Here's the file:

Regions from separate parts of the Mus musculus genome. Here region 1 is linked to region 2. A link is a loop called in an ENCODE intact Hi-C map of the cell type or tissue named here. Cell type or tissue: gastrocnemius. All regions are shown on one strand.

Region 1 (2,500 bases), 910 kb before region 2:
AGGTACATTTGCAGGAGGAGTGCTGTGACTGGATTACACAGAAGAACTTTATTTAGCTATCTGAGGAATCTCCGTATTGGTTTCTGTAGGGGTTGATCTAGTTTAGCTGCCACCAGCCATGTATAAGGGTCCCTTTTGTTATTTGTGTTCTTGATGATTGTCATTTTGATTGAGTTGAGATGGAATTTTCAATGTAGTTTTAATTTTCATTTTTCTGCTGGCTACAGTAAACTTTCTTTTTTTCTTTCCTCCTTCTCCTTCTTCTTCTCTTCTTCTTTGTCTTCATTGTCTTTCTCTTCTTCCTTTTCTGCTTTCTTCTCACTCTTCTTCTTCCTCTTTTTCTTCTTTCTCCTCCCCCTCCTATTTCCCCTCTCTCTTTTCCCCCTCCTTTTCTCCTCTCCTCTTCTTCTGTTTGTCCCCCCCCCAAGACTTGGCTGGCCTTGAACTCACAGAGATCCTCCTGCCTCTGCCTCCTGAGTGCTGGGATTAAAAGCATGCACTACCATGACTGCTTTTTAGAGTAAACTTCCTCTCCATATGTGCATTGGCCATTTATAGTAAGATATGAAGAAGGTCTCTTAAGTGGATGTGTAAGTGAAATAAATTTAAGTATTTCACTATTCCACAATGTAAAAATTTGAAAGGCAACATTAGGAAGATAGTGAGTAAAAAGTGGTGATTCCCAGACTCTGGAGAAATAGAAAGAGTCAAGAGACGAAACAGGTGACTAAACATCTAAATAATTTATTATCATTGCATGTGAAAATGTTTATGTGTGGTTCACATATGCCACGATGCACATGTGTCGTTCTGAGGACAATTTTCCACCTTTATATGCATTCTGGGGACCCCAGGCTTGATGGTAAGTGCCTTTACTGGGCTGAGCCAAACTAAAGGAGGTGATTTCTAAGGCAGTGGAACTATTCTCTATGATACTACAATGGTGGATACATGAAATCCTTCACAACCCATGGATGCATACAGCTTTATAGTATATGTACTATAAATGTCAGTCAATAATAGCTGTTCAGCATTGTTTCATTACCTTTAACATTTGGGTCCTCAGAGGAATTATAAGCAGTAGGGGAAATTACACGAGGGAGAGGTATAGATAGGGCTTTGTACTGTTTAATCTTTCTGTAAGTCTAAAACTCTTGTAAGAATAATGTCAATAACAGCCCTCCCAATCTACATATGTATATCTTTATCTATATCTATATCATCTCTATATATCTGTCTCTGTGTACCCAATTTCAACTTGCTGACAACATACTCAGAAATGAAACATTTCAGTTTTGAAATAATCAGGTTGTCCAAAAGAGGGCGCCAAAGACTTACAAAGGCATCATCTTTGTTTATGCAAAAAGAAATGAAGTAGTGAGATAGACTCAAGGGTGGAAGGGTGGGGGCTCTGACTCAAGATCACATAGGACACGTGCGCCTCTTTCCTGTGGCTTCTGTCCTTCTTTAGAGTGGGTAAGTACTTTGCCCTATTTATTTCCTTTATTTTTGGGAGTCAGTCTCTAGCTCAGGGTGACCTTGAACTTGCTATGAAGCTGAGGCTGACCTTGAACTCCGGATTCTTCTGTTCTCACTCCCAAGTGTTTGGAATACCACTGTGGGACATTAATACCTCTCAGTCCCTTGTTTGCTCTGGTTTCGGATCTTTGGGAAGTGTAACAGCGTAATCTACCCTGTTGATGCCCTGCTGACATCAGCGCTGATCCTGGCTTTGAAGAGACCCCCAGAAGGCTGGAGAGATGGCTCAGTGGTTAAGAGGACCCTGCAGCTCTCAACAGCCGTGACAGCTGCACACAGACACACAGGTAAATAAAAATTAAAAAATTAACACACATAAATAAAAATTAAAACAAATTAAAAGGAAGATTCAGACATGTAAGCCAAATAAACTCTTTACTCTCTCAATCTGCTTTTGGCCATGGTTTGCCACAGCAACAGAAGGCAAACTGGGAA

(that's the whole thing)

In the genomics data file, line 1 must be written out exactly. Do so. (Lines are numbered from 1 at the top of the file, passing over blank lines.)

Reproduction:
Regions from separate parts of the Mus musculus genome. Here region 1 is linked to region 2. A link is a loop called in an ENCODE intact Hi-C map of the cell type or tissue named here. Cell type or tissue: gastrocnemius. All regions are shown on one strand.